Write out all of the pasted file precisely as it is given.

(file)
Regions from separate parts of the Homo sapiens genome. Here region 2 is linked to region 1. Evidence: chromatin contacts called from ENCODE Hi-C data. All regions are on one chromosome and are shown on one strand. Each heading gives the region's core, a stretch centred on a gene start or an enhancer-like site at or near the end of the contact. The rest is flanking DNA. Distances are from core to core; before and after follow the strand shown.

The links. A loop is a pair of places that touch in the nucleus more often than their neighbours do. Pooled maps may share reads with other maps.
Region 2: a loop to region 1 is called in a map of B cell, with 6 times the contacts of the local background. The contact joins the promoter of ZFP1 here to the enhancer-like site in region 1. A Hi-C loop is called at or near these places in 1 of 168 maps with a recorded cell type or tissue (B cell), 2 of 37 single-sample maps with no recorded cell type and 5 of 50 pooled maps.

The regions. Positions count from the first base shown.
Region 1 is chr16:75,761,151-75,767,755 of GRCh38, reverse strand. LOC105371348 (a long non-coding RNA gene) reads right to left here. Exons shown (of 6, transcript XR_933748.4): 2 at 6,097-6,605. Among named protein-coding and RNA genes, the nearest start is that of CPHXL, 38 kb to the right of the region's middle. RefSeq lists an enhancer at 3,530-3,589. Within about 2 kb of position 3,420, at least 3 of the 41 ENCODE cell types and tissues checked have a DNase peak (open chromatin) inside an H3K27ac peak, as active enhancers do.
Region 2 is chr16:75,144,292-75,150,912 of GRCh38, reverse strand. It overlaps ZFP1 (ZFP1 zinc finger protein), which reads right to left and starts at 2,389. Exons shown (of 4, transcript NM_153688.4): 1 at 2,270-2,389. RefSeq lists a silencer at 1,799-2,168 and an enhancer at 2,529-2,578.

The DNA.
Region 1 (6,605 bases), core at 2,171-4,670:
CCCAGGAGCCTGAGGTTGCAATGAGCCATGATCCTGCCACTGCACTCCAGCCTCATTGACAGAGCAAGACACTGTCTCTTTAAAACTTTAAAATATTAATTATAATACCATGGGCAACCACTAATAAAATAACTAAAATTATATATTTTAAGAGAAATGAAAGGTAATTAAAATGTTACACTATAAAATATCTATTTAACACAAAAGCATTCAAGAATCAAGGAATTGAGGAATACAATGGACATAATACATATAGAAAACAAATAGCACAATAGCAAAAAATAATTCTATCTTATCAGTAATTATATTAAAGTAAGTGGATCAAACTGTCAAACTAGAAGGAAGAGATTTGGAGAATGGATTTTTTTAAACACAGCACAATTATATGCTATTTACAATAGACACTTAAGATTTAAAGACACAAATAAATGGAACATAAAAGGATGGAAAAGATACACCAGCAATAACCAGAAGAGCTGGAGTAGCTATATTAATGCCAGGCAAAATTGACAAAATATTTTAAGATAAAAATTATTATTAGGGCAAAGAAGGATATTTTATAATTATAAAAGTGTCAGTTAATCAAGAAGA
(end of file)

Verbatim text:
Regions from separate parts of the Homo sapiens genome. Here region 2 is linked to region 1. Evidence: chromatin contacts called from ENCODE Hi-C data. All regions are on one chromosome and are shown on one strand. Each heading gives the region's core, a stretch centred on a gene start or an enhancer-like site at or near the end of the contact. The rest is flanking DNA. Distances are from core to core; before and after follow the strand shown.

The links. A loop is a pair of places that touch in the nucleus more often than their neighbours do. Pooled maps may share reads with other maps.
Region 2: a loop to region 1 is called in a map of B cell, with 6 times the contacts of the local background. The contact joins the promoter of ZFP1 here to the enhancer-like site in region 1. A Hi-C loop is called at or near these places in 1 of 168 maps with a recorded cell type or tissue (B cell), 2 of 37 single-sample maps with no recorded cell type and 5 of 50 pooled maps.

The regions. Positions count from the first base shown.
Region 1 is chr16:75,761,151-75,767,755 of GRCh38, reverse strand. LOC105371348 (a long non-coding RNA gene) reads right to left here. Exons shown (of 6, transcript XR_933748.4): 2 at 6,097-6,605. Among named protein-coding and RNA genes, the nearest start is that of CPHXL, 38 kb to the right of the region's middle. RefSeq lists an enhancer at 3,530-3,589. Within about 2 kb of position 3,420, at least 3 of the 41 ENCODE cell types and tissues checked have a DNase peak (open chromatin) inside an H3K27ac peak, as active enhancers do.
Region 2 is chr16:75,144,292-75,150,912 of GRCh38, reverse strand. It overlaps ZFP1 (ZFP1 zinc finger protein), which reads right to left and starts at 2,389. Exons shown (of 4, transcript NM_153688.4): 1 at 2,270-2,389. RefSeq lists a silencer at 1,799-2,168 and an enhancer at 2,529-2,578.

The DNA.
Region 1 (6,605 bases), core at 2,171-4,670:
CCCAGGAGCCTGAGGTTGCAATGAGCCATGATCCTGCCACTGCACTCCAGCCTCATTGACAGAGCAAGACACTGTCTCTTTAAAACTTTAAAATATTAATTATAATACCATGGGCAACCACTAATAAAATAACTAAAATTATATATTTTAAGAGAAATGAAAGGTAATTAAAATGTTACACTATAAAATATCTATTTAACACAAAAGCATTCAAGAATCAAGGAATTGAGGAATACAATGGACATAATACATATAGAAAACAAATAGCACAATAGCAAAAAATAATTCTATCTTATCAGTAATTATATTAAAGTAAGTGGATCAAACTGTCAAACTAGAAGGAAGAGATTTGGAGAATGGATTTTTTTAAACACAGCACAATTATATGCTATTTACAATAGACACTTAAGATTTAAAGACACAAATAAATGGAACATAAAAGGATGGAAAAGATACACCAGCAATAACCAGAAGAGCTGGAGTAGCTATATTAATGCCAGGCAAAATTGACAAAATATTTTAAGATAAAAATTATTATTAGGGCAAAGAAGGATATTTTATAATTATAAAAGTGTCAGTTAATCAAGAAGA